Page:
Source : The New Indian Express
Karan Puri’s second book, #MeToo, presents true stories of resilience against all odds
In 2017, the #MeToo movement stirred up a storm when women came out in huge numbers to narrate their ordeals of sexual misconduct. Delving deeper into these dark stories and deepest crevices of scars of women, men, rural and urban, celebrities and common people; across all age groups, is Karan Puri’s book titled #Me Too. Published by Invincible Publishers, the book tells six stories of resilience contributed by people as young as 16 to as old as 72.
The Delhi-based author says, “I wanted to make my stories diverse by including people men, women and even transgenders — of different ages and varied backgrounds. Since I am a writer of fiction, I was clear in my mind that I would use the information creatively to dig into the root cause and that would enable me to create awareness. I met them and interviewed them privately at their convenience.”
A lot of research went into the book; hence it took time to publish it. “The survivors were apprehensive at first, but after we met a few times, they got comfortable in sharing their feelings and trauma. I call them ‘survivors’ as they dealt with their inner fears, came to the fore and revealed their stories which were very personal and close to their heart,” says the 40-year-old start-up investor and digital marketing consultant.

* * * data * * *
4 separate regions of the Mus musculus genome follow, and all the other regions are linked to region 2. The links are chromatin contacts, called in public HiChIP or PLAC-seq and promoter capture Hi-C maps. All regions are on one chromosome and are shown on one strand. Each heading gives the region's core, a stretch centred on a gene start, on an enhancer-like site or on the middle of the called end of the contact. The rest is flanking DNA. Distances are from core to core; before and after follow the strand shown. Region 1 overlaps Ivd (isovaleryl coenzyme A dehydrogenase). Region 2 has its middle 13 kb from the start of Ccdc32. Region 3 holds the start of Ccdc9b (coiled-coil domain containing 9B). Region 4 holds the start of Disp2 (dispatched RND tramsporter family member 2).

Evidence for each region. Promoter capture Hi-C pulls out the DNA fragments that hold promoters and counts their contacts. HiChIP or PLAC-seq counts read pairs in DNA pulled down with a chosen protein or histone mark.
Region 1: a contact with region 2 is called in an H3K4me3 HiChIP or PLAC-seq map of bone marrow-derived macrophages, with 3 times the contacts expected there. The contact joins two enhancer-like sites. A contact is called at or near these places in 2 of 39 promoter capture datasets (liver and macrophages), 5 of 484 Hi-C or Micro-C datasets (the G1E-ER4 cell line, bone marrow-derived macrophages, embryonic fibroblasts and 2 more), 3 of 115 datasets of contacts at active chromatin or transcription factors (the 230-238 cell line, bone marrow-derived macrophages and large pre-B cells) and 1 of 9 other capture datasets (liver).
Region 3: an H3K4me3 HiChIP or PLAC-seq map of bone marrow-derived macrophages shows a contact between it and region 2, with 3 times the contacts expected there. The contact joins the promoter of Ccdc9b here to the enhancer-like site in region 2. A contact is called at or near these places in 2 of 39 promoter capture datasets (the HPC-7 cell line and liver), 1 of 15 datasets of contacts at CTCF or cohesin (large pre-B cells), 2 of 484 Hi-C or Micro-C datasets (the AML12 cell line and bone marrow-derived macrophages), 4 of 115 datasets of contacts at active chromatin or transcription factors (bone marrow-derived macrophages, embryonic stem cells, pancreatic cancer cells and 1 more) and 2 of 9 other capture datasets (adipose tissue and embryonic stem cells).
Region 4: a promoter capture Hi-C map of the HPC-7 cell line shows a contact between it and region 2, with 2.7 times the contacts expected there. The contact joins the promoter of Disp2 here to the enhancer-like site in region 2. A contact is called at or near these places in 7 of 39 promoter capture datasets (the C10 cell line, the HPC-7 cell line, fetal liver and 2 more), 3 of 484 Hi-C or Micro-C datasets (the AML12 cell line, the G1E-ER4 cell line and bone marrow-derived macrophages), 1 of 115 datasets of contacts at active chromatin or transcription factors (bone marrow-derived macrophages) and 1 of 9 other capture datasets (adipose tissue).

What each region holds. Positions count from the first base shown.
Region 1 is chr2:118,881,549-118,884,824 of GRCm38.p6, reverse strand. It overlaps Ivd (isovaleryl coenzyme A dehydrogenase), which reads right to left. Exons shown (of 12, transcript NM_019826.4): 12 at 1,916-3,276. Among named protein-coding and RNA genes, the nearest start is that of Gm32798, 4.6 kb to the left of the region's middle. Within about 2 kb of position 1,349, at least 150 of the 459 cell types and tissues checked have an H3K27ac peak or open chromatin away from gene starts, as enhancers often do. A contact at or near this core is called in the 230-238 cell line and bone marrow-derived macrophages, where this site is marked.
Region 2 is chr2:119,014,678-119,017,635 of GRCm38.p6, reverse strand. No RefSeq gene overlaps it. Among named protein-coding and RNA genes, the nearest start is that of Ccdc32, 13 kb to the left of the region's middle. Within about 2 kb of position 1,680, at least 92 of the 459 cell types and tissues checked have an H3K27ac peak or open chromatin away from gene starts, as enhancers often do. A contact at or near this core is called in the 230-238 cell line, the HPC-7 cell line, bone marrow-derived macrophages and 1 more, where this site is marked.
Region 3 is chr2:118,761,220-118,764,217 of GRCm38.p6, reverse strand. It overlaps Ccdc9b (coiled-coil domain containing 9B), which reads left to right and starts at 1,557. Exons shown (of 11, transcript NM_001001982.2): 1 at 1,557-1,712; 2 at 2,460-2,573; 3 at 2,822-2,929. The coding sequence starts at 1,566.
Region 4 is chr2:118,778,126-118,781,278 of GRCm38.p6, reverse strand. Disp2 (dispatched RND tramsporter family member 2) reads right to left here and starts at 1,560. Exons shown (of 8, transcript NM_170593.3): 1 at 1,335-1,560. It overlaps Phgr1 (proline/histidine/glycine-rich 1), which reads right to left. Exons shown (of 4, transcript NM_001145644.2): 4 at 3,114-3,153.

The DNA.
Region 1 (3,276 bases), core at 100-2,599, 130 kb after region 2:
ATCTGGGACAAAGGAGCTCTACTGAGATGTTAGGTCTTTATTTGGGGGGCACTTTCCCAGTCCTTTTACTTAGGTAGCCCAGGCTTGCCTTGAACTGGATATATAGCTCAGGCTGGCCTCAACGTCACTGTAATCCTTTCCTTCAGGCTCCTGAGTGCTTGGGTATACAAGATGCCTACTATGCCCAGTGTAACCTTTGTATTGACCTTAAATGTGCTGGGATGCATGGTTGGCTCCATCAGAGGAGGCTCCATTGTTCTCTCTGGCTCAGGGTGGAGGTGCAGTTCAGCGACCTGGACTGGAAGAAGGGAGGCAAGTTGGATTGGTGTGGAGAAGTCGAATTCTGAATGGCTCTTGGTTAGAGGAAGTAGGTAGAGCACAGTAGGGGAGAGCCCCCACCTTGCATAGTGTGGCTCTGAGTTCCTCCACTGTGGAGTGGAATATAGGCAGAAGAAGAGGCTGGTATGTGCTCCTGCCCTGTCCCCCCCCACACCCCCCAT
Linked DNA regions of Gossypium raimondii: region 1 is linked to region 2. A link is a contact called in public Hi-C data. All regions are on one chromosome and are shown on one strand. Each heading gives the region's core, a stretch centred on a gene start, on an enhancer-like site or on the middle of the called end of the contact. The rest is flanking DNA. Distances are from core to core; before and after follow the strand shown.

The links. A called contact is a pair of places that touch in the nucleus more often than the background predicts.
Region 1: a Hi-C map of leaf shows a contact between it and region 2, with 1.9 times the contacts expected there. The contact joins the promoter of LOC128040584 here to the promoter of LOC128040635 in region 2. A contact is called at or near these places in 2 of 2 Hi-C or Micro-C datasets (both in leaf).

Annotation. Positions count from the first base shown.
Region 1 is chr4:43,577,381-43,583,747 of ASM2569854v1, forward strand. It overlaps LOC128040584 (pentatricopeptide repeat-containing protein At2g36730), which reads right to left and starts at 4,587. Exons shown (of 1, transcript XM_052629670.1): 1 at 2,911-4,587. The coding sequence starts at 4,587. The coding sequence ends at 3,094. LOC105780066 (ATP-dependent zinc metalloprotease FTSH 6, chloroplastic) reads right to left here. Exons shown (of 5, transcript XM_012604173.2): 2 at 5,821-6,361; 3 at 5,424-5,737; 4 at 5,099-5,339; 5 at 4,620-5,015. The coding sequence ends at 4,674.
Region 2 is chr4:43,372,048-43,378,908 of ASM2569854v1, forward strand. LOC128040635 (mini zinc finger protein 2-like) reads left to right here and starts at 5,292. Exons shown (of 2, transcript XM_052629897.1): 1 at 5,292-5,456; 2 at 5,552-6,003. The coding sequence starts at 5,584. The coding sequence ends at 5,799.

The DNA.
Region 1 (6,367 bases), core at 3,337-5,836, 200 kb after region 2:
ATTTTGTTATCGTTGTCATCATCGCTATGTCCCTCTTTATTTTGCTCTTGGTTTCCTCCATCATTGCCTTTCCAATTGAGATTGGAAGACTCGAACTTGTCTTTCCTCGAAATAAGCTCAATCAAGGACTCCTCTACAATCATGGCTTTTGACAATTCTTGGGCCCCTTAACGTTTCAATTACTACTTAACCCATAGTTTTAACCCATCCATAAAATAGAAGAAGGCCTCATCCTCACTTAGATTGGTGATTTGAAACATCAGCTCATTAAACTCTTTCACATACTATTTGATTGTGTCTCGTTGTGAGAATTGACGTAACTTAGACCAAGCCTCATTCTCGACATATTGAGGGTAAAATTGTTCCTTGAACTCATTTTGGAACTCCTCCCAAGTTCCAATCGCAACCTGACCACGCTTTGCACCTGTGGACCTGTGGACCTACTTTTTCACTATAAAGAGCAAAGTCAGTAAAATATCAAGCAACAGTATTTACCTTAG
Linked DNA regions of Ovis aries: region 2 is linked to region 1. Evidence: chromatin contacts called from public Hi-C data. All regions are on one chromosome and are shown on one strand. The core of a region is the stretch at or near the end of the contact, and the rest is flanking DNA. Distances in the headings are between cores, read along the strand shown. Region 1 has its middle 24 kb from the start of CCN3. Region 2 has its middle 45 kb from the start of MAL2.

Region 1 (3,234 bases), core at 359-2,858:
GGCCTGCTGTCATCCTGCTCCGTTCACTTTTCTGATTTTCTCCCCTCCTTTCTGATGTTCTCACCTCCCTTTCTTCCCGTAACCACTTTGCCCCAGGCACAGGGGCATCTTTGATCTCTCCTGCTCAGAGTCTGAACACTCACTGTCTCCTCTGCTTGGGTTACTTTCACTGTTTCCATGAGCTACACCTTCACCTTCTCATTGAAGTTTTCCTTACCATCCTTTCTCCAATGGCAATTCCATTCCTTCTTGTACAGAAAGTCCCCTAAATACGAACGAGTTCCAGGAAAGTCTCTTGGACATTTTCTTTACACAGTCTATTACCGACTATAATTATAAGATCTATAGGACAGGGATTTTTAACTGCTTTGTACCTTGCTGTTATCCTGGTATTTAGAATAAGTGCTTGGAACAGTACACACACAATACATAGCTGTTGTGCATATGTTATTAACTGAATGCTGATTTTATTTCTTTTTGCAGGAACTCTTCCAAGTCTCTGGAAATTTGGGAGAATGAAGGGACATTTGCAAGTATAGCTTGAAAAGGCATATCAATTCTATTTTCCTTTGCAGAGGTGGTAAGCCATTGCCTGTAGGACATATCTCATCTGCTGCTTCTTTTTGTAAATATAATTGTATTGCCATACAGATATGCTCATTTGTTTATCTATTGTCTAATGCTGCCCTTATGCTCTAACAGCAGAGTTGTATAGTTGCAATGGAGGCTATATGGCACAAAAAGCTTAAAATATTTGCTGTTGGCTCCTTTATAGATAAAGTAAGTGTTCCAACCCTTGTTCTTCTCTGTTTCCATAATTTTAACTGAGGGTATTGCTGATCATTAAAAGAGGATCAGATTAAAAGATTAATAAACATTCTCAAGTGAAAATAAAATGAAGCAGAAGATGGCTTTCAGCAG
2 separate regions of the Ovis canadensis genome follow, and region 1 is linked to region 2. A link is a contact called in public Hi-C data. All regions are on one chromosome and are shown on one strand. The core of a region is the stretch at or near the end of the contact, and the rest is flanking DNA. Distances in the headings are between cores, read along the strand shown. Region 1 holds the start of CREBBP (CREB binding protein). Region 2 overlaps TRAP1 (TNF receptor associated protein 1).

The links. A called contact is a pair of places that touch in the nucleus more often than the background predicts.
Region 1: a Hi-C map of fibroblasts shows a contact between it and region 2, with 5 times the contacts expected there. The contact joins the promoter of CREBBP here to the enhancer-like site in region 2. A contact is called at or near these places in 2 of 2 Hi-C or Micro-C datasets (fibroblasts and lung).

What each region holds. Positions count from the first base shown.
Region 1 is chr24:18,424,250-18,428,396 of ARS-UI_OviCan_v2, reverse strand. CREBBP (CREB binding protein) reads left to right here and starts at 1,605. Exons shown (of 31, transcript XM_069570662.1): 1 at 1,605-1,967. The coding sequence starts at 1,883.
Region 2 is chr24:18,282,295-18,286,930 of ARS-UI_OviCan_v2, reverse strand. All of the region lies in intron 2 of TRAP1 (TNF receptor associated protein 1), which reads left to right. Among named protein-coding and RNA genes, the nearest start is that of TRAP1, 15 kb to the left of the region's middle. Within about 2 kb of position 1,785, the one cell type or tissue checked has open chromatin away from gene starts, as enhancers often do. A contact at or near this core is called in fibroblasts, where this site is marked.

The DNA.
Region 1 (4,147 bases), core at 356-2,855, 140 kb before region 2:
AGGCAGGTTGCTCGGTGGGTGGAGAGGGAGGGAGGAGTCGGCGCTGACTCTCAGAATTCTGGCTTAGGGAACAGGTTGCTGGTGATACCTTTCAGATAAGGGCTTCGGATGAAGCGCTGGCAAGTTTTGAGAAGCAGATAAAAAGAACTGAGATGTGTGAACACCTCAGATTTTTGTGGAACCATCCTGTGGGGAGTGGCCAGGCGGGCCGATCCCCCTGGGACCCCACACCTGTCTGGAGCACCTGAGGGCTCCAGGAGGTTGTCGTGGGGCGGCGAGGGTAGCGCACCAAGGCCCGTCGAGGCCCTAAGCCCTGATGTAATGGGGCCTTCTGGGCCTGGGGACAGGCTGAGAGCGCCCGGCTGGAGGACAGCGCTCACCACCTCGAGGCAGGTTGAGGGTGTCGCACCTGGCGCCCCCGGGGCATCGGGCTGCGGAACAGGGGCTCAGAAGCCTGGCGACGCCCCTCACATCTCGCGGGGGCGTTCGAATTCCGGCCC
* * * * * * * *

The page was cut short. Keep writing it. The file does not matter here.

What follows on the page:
An alumnus of Modern School, Barakhamba Road, Puri did his Bachelors in Economics from the University of Rochester, and an MBA in Marketing & Human Resources from International Management Institute, Delhi. Post that, he worked in sales and marketing roles for Coca-Cola, Ernst & Young, and Zee Telefilms. About venturing into writing, Puri says, “I began writing during my college days in the US. That was when I set up my blog and started penning my thoughts. Slowly, after a few years, I developed a flair for reading novels, and hat’s how I got the idea to craft my own novel.”
His first book was a fiction novel, Shit Happens Desi Boy in America (2012). This time around, he chose #MeToo as he believes that the issue will stay relevant and there is a need to dig deeper into the reasons why such cases keep happening. “I have come up with these stories just to make people, who have ever gone through something of the kind, feel alive.
It is okay if it happened to you too, as it was not your fault and you are as deserving as others to lead a baggage-free life. It is time to transfer the weight of wrongdoings onto the doers,” adds Puri, who also wants an Hindi edition of the book to enable wider reach and awareness. Puri feels such books and movies help drive a social message and can bring about a change in society. “I would love to get feedback from the readers and I am available for any help or guidance that they may need,” adds Puri, who plans to write a coffee table book on his life as a lifestyle blogger.